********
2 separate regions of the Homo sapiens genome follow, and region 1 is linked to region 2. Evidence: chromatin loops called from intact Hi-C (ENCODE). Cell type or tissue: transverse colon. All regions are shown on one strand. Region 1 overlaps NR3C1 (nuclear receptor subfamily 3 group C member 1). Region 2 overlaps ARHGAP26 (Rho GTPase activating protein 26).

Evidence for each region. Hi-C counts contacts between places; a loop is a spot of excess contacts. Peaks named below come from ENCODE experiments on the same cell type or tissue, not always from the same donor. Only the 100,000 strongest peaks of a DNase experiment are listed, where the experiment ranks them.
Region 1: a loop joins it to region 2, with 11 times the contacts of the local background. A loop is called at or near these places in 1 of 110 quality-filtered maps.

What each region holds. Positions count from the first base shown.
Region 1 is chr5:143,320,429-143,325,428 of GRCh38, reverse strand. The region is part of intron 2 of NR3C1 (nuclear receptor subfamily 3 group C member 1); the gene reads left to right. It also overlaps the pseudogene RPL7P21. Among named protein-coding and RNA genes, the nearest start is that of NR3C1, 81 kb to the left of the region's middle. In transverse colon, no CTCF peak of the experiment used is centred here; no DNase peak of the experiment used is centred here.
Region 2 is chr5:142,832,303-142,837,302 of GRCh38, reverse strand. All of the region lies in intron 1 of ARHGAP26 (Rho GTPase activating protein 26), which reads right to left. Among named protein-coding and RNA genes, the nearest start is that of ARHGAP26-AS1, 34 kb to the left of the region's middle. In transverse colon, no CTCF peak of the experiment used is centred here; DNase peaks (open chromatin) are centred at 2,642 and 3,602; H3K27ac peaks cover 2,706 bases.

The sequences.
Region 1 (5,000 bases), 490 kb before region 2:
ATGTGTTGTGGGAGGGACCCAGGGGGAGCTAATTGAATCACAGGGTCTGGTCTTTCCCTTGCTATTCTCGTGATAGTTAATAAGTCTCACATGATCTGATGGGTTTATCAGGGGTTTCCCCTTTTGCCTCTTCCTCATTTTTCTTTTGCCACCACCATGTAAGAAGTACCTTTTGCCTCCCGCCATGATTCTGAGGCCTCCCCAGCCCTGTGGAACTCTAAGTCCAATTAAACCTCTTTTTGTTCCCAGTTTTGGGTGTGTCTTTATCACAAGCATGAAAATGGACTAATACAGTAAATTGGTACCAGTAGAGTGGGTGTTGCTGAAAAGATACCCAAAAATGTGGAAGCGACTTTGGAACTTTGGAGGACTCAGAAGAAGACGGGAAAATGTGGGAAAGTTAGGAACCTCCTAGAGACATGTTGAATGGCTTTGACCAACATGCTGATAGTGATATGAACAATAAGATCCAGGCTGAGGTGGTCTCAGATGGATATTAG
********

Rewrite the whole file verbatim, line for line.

2 separate regions of the Homo sapiens genome follow, and region 1 is linked to region 2. Evidence: chromatin loops called from intact Hi-C (ENCODE). Cell type or tissue: transverse colon. All regions are shown on one strand. Region 1 overlaps NR3C1 (nuclear receptor subfamily 3 group C member 1). Region 2 overlaps ARHGAP26 (Rho GTPase activating protein 26).

Evidence for each region. Hi-C counts contacts between places; a loop is a spot of excess contacts. Peaks named below come from ENCODE experiments on the same cell type or tissue, not always from the same donor. Only the 100,000 strongest peaks of a DNase experiment are listed, where the experiment ranks them.
Region 1: a loop joins it to region 2, with 11 times the contacts of the local background. A loop is called at or near these places in 1 of 110 quality-filtered maps.

What each region holds. Positions count from the first base shown.
Region 1 is chr5:143,320,429-143,325,428 of GRCh38, reverse strand. The region is part of intron 2 of NR3C1 (nuclear receptor subfamily 3 group C member 1); the gene reads left to right. It also overlaps the pseudogene RPL7P21. Among named protein-coding and RNA genes, the nearest start is that of NR3C1, 81 kb to the left of the region's middle. In transverse colon, no CTCF peak of the experiment used is centred here; no DNase peak of the experiment used is centred here.
Region 2 is chr5:142,832,303-142,837,302 of GRCh38, reverse strand. All of the region lies in intron 1 of ARHGAP26 (Rho GTPase activating protein 26), which reads right to left. Among named protein-coding and RNA genes, the nearest start is that of ARHGAP26-AS1, 34 kb to the left of the region's middle. In transverse colon, no CTCF peak of the experiment used is centred here; DNase peaks (open chromatin) are centred at 2,642 and 3,602; H3K27ac peaks cover 2,706 bases.

The sequences.
Region 1 (5,000 bases), 490 kb before region 2:
ATGTGTTGTGGGAGGGACCCAGGGGGAGCTAATTGAATCACAGGGTCTGGTCTTTCCCTTGCTATTCTCGTGATAGTTAATAAGTCTCACATGATCTGATGGGTTTATCAGGGGTTTCCCCTTTTGCCTCTTCCTCATTTTTCTTTTGCCACCACCATGTAAGAAGTACCTTTTGCCTCCCGCCATGATTCTGAGGCCTCCCCAGCCCTGTGGAACTCTAAGTCCAATTAAACCTCTTTTTGTTCCCAGTTTTGGGTGTGTCTTTATCACAAGCATGAAAATGGACTAATACAGTAAATTGGTACCAGTAGAGTGGGTGTTGCTGAAAAGATACCCAAAAATGTGGAAGCGACTTTGGAACTTTGGAGGACTCAGAAGAAGACGGGAAAATGTGGGAAAGTTAGGAACCTCCTAGAGACATGTTGAATGGCTTTGACCAACATGCTGATAGTGATATGAACAATAAGATCCAGGCTGAGGTGGTCTCAGATGGATATTAG